(unpublished (and they can fucking publish a letter that expresses delight in the pandas) - Nov 9, 2009)
I read with interest Ms Evelyn Tan’s letter, which addressed university education.
She believes that a university education is not the only way for one to be successful.
While I agree with her, I must point out that we Singaporeans face realities that compel us to pursue a degree.
For instance, the realities of public service employment policies compel us to view a degree as a passport to a favourable pay scheme.
Jobseekers are faced with the reality that having paper qualifications opens more doors. This is probably why a sizable number of Singaporeans are seeking to upgrade themselves.
Like Ms Tan, I feel that success is contingent on how we define it.
However, a quick glance at society today reveals that there are people with daily bread and butter struggles, giving them no luxury of time and resources to pursue their passion.
She mentioned the pursuit of passion and gave an example of successful entrepreneurship.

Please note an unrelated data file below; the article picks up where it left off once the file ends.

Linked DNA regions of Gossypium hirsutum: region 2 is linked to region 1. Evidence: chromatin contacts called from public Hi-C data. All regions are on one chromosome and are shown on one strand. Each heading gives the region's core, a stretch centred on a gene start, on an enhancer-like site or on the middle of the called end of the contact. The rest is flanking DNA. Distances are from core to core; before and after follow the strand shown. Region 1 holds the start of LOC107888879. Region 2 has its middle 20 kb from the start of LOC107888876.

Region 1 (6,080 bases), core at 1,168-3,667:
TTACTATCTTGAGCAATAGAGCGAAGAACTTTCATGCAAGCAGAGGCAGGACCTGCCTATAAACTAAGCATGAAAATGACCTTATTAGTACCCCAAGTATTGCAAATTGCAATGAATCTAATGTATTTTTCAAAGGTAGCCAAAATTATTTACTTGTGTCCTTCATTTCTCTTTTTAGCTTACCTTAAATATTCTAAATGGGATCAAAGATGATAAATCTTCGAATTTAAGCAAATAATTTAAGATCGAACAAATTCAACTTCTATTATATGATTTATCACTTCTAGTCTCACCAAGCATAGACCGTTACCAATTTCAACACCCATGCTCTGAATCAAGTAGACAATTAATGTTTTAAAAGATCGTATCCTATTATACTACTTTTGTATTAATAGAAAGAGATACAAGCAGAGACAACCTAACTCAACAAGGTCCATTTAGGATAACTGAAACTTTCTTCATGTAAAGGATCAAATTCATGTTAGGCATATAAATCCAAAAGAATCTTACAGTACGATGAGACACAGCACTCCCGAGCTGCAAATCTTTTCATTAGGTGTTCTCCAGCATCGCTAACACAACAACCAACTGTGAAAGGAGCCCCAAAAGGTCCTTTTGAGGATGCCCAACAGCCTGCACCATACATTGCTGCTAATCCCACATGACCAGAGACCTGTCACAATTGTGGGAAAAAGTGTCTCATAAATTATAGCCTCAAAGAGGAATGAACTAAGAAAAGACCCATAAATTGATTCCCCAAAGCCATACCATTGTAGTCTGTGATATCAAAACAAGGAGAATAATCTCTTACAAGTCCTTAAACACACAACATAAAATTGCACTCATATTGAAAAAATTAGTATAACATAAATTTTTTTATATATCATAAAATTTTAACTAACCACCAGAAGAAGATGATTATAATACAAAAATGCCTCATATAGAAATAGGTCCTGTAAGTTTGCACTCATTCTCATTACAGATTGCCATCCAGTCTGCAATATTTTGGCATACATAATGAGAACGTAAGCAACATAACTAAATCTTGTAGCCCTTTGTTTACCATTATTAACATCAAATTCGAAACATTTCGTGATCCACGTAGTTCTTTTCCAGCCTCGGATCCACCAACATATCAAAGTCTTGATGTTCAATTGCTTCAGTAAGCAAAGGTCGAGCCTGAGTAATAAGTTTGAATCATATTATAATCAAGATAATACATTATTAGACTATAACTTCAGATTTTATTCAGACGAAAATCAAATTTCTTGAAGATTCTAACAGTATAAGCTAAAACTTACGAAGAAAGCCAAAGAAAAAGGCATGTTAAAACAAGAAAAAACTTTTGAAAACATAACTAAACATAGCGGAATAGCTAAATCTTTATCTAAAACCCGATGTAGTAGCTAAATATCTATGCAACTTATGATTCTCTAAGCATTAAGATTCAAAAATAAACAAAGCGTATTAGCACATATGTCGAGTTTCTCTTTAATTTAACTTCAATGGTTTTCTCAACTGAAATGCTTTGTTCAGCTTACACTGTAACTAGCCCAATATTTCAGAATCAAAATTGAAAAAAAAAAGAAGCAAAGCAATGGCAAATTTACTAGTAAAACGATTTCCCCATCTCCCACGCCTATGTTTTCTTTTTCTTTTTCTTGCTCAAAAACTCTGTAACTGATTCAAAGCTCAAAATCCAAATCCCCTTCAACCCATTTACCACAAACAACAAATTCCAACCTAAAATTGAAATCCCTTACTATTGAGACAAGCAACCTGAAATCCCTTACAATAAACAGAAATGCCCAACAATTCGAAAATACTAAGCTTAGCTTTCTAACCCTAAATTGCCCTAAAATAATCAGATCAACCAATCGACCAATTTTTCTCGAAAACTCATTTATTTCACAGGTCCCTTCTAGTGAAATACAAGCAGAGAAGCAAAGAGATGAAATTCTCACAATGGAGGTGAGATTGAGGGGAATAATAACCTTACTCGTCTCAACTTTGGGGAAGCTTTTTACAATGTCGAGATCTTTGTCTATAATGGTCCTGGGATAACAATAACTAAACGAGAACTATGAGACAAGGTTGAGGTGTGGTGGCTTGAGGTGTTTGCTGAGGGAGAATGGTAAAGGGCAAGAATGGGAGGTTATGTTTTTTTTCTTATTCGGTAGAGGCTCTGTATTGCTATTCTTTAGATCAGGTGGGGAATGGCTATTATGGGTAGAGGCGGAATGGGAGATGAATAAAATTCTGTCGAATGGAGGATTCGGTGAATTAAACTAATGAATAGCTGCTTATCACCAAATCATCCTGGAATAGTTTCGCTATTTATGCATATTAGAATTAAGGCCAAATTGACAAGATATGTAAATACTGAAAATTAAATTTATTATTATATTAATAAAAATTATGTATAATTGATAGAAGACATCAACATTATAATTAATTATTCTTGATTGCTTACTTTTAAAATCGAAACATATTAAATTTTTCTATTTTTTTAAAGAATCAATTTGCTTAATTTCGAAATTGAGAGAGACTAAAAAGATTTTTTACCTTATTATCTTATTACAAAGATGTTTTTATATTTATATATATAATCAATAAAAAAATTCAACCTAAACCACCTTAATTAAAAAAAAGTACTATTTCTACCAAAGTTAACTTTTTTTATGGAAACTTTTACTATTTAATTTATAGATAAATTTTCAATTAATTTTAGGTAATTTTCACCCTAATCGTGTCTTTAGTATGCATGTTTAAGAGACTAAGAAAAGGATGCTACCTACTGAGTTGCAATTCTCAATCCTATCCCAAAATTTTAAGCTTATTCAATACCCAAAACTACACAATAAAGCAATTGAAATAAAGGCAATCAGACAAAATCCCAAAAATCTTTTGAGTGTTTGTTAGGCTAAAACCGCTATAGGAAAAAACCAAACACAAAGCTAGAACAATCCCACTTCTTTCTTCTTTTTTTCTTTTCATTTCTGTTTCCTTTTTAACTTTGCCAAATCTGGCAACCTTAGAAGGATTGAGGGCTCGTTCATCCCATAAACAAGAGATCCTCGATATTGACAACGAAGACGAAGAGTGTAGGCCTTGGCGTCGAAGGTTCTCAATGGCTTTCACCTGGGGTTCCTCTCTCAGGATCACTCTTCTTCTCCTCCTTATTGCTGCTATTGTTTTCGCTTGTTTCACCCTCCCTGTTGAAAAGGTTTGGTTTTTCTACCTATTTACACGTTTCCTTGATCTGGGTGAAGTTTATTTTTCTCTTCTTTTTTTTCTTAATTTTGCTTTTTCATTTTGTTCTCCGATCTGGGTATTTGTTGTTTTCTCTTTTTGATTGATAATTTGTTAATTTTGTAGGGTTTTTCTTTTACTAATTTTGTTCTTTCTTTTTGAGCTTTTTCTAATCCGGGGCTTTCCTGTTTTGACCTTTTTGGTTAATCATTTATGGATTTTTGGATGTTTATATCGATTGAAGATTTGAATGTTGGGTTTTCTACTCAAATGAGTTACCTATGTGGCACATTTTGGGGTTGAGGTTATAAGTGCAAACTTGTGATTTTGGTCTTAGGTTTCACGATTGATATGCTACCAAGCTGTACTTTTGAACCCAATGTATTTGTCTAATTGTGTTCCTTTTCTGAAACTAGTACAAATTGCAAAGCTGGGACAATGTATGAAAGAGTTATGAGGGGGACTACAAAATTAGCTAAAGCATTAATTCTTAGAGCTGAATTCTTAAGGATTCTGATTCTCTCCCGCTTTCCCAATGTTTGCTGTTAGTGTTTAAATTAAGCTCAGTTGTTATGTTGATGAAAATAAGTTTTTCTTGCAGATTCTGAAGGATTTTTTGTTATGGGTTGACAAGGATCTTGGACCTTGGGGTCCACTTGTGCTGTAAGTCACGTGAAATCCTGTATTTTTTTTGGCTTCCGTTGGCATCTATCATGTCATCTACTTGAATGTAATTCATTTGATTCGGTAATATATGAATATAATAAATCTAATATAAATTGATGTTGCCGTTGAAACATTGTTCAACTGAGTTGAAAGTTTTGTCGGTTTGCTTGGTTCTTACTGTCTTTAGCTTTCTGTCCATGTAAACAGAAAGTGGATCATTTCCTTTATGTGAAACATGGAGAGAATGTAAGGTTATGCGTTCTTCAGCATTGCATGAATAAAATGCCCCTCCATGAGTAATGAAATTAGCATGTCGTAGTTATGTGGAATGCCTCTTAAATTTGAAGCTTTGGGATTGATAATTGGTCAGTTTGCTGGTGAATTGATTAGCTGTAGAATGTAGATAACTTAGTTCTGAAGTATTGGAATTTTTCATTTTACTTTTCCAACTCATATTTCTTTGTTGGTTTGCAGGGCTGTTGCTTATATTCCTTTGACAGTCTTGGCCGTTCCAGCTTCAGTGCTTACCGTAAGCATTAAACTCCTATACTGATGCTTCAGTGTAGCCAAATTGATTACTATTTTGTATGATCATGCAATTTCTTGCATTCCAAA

Governments and the media will always strive to identify non-degree holders who are successful role models, but as inspirational as they seem, these cases are far outnumbered by the struggling average joe, invisible from the public eye.
Not every passion manifests in entrepreneurship, and not every enterprise stays alive.
Some of us may prefer simpler lifestyles. Others may prefer some luxuries. And we often work according to our goals. Despite these differences, we all similarly face bills.
If we no longer need to worry about food, shelter, bills and retirement savings, most of us would definitely pursue our passions and develop our talents.
It does not help that we live in a system and culture of economic pragmatism. Hence, a degree is a rational choice, as it not only provides opportunities but is also the proverbial “safety net” every pragmatic person needs.
Pragmatism is shoved down our throats in every aspect of our lives, for example, how the government treats everyone as financially illiterate and enforces compulsory savings where citizens have limited access to their hard-earned savings. This is frustrating, but pragmatic.
We live in an increasingly competitive environment, which demands not only good grades but other employment-favourable personality traits and achievements.
In fact, most of us are still part of a system that defines our competency according to a grade.
We may speak of the pursuit of non-academic passions, but employers and people with financial difficulties may have a different idea.
Ho Chi Sam